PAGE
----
The four-day Hokuriku Ouen ticket is rooting for the earthquake-stricken area of Japan.

Once upon a time (less than a year ago), the Japan Rail Pass was one of Japan’s greatest travel bargains, allowing holders to zip all across the country at a fraction of the price of buying individual train tickets, especially if they were riding the Shinkansen bullet train network. Unfortunately, due to a huge price increase, it’s no longer worth it for many travelers to purchase the once-beloved pass.

But you know what they say, Train God never closes a door without opening a window. While the Japan Rail Pass is now a much less viable option, Japan Railways Group offers several different regional passes that can save you a lot of money if you’re focusing on one particular part of Japan instead of trying to cram the whole country into one trip. The newest pass, which just went on sale from East Japan Railway Company (a.k.a. JR East) even has the added appeal of contributing to the recovery of the Hokuriku region, which was damaged by a powerful earthquake that took place on New Year’s Day.

The Hokuriku Ouen Free Ticket (ouen meaning “rooting for” or “supporting”) went on sale February 15, and is tailored for travelers starting from the Tokyo area looking to explore the Hokuriku region, which sits on the northern coastline of Japan’s main island of Honshu and is made up of Ishikawa, Fukui, Niigata, and Toyama prefectures.

▼ Kenrokuen, in the city of Kanazawa, Ishikawa Prefecture (also seen at the top of this article), has long been considered one of Japan’s most beautiful gardens.

The four-day pass includes a round-trip ride to/from Tokyo and the Hokuriku Ouen Free Ticket’s applicable area on the Hokuriku Shinkansen Line, making the initial departure station candidates Tokyo and Ueno Stations, and those in Hokuriku Kanazawa, Shin Takaoka, Toyama, and Kurobe Unazukionsen Stations. For the outbound ride, you can select from reserved seats on Kagayaki or Hakutaka-class Shinkansen trains, while the return to Tokyo is via Hakutaka unreserved seat.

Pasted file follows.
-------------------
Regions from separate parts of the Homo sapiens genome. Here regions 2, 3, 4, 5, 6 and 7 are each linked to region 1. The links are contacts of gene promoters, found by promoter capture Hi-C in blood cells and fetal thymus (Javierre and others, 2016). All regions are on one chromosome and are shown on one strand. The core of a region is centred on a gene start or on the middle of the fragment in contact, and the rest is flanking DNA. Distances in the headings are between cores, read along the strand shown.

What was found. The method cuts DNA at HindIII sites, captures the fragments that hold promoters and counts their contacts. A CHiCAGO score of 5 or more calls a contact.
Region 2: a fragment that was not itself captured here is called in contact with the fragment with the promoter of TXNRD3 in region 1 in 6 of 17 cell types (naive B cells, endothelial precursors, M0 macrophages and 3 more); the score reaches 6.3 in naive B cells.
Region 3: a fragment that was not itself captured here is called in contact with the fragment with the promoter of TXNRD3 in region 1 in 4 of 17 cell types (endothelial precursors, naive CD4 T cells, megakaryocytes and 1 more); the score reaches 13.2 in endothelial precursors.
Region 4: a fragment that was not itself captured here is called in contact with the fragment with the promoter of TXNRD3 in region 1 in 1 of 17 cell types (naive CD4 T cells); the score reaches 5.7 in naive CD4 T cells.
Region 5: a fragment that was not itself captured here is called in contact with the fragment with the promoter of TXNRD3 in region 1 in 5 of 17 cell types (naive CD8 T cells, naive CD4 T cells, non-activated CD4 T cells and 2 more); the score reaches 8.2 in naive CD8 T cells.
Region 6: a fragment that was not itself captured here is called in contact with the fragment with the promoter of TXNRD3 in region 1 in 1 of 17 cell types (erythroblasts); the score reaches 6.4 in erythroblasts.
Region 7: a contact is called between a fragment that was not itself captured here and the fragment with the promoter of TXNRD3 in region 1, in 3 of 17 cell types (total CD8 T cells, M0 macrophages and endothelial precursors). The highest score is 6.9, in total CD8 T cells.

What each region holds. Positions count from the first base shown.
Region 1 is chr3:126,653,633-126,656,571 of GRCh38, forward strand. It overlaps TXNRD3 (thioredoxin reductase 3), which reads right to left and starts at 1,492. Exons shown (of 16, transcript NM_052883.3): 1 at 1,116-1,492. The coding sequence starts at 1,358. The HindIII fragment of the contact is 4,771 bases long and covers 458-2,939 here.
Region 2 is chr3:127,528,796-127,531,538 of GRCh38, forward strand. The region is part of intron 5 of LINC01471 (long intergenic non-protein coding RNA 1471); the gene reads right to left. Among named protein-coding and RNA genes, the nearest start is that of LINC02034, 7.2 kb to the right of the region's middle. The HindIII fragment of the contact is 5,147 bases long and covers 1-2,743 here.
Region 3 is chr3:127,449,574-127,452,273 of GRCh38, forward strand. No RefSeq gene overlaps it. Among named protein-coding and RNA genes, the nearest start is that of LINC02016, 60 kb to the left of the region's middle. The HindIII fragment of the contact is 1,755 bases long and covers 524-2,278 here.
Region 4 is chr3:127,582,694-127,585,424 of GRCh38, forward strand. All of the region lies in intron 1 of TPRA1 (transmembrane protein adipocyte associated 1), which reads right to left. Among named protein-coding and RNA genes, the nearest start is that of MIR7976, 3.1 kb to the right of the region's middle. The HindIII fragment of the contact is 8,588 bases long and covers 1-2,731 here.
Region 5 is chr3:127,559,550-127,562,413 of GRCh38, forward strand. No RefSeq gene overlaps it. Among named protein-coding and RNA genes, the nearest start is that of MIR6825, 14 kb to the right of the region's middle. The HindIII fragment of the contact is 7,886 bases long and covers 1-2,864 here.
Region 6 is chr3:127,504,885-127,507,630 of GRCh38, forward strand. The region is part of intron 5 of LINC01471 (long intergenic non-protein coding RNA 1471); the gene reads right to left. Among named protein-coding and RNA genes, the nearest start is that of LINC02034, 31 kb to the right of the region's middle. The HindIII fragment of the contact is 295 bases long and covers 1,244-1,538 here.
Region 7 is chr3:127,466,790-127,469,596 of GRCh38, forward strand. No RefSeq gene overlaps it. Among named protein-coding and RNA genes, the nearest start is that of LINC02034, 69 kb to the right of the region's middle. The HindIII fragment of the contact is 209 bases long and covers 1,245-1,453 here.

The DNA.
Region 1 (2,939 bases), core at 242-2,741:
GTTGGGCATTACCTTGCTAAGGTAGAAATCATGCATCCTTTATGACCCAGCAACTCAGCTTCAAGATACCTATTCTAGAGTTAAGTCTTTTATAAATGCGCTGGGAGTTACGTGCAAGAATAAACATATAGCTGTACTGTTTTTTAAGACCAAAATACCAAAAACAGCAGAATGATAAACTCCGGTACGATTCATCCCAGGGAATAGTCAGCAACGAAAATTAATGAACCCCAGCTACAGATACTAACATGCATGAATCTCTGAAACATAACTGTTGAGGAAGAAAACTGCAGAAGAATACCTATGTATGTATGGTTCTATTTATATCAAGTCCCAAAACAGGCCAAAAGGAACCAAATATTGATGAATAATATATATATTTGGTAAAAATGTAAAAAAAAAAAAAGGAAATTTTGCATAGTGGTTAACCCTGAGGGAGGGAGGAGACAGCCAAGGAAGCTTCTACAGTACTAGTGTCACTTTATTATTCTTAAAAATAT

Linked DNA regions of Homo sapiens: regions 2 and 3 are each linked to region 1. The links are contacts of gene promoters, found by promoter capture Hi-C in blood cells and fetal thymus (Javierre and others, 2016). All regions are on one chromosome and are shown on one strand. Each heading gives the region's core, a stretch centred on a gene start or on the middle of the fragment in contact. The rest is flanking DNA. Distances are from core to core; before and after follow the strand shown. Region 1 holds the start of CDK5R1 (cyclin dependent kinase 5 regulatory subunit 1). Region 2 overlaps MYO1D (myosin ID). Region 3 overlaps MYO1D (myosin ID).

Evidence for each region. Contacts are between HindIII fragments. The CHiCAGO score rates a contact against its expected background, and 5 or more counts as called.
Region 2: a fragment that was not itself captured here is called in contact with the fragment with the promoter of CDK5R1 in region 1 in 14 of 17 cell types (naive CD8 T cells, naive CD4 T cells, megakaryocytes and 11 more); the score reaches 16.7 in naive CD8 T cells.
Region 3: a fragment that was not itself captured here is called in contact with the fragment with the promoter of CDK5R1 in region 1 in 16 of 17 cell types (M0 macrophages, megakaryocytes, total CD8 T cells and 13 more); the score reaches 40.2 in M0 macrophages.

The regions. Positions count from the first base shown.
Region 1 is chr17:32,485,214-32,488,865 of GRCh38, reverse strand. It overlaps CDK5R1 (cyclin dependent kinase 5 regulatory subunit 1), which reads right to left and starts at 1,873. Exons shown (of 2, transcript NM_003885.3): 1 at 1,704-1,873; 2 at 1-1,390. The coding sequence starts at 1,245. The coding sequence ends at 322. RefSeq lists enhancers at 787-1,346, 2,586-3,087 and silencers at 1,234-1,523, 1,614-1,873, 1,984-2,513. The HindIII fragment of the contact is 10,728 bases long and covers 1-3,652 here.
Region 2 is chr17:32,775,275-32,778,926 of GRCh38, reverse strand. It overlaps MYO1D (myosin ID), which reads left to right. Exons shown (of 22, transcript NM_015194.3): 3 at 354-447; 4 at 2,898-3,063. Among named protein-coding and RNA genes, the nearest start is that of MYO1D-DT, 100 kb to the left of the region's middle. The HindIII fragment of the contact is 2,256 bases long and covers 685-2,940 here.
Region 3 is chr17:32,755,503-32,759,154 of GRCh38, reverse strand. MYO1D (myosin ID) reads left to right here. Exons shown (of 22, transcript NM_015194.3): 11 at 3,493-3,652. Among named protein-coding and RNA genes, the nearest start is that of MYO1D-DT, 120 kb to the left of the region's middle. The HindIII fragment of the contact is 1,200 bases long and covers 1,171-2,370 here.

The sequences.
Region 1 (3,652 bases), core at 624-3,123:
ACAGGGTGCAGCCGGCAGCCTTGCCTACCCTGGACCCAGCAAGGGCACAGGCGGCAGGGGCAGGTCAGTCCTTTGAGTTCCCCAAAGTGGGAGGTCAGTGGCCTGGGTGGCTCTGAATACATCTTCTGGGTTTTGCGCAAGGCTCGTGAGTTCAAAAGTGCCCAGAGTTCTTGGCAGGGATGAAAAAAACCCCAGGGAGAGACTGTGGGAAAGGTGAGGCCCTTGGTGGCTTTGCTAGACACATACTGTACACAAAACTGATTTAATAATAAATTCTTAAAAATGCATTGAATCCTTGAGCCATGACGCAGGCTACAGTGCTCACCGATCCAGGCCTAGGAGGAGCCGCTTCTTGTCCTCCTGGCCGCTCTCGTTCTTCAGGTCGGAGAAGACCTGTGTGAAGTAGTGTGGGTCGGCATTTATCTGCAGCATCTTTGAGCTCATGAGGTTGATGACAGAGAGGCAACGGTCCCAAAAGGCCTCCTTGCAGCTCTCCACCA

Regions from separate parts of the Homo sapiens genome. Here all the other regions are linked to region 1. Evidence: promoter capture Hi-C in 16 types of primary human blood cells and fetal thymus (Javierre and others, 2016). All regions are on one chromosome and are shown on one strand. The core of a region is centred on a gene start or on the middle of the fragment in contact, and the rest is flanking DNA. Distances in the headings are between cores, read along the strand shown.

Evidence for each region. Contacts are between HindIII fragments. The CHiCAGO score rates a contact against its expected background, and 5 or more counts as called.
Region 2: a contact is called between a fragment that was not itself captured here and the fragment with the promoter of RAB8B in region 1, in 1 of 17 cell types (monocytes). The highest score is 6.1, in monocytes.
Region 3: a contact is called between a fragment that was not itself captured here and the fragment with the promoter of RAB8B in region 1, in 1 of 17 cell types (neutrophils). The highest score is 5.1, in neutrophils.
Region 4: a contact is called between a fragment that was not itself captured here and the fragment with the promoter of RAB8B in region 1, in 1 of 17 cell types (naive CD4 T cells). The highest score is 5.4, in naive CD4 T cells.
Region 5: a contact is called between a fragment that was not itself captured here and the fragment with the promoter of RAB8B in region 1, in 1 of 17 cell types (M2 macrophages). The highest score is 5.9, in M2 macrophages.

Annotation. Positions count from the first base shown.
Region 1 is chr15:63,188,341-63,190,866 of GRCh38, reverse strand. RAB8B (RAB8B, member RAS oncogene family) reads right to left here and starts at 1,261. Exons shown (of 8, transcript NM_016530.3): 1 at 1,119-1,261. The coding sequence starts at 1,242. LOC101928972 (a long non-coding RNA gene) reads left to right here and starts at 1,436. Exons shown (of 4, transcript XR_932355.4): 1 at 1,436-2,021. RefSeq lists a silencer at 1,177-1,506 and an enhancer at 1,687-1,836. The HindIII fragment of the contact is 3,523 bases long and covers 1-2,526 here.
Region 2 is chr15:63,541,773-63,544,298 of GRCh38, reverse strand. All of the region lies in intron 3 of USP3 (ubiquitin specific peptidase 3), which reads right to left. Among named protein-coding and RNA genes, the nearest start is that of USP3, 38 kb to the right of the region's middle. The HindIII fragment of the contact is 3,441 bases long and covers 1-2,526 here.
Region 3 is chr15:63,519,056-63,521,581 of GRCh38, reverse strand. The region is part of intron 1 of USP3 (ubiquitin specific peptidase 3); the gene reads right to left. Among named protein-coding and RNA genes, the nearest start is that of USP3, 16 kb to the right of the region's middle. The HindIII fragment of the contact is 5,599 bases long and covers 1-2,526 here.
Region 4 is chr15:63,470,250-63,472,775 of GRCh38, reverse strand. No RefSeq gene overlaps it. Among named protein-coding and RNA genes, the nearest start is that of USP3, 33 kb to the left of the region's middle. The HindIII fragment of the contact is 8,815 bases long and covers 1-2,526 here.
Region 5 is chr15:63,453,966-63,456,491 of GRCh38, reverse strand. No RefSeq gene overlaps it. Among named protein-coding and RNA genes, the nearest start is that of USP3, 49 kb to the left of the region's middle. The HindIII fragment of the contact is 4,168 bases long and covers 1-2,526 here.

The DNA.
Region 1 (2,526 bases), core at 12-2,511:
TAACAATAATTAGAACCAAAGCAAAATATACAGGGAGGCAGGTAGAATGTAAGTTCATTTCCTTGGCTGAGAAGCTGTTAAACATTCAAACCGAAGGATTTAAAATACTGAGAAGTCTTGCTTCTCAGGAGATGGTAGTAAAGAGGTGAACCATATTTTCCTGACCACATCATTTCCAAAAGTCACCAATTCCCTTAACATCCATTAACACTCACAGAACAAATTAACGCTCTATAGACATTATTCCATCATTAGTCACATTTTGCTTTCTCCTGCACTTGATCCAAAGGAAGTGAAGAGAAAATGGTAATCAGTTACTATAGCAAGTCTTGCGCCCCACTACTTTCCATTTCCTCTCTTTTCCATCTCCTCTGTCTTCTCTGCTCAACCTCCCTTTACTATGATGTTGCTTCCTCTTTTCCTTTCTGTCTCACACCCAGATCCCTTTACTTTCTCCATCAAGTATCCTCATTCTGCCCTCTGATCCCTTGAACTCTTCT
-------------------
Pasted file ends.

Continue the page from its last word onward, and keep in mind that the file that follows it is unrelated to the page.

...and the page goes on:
Ordinarily, a one-way Shinkansen ticket from Tokyo Station to Kanazawa Station, by itself, costs 13,850 yen (US$94), or 27,700 yen (US$188) for the round trip. The Hokuriku Ouen Free Ticket, though, is priced at just 20,000 yen (US$136), so it’s already a huge savings, and that’s before you factor in the four days of unlimited free rides on trains within the designated area, which even includes a section of the Hokuriku Shinkansen.

The complete list of the Hokuriku Ouen Free Ticket’s free-to ride lines consists of:
● Hokuriku Shinkansen (between Kanazawa and Kurobe Unazukionsen Stations)
● Obama Line (between Obama and Tsuruga)
● Hokuriku Main Line (between Tsuruga and Kanazawa)
● Nanao Line (between Tsubta and Wakuraonsen [entire line])
● Etsumi Hoku Line (between Echizen Hanando and Kuzuryuko [entire line])
● Johana Line (between Takaoka and Johana [entire line])
● Himi Line (between Takaoka and Himi [entire line])
● Takayama Main Line (between Inotani and Toyama)
● IR Ishikawa Railway Line and Ai no Kaze to Yama Railway Line (between Kanazawa and Kurobe)

▼ Beautiful seaside scenery on the Himi Line

Though it doesn’t reach to each and every corner of the Hokuriku region, the pass will get you to Kanazawa to dine on its delicious (even by Japanese standards) sushi at the city’s foodie-famous fish market, the hot springs, mountain gorges, provide access to Kurobe’s breathtaking mountain gorges, open-air baths, and sightseeing attraction-class dam, and Toyama City’s castle. And even if your travel plans take you a little beyond the bounds of the pass and you need to purchase an additional ticket for the extension, you’re still coming out ahead since the cost of the pass is still less than the fare to and from Hokuriku itself.

▼ Compared to the southern coasts of Honshu, the Hokuriku area is much more ruggedly mountainous, as can be seen in this photo of the Takayama Main Line.

While the northern part of Ishikawa Prefecture is still dealing with the effects of the earthquake, the majority of Hokuriku remains safe to travel to, and with tourism being increasingly important for many of Japan’s rural communities, JR East has created the Hokuriku Ouen Free Ticket in hopes of encouraging people to visit the area and help contribute to its economic recovery.

The Hokuriku Ouen Free Ticket can be purchased at major JR stations in the Tokyo area through the ticket vending machines, though it’s a safe bet that station staff will be happy to assist those who need help navigating the menu (the Japanese name/pronunciation for the pass is “Hokuriku Ouen Furii Kippu”). The pass will be on sale until March 11 and must be purchased at least one day prior to activation, with the ticket usable between now and March 15.

Source: JR East via IT Media
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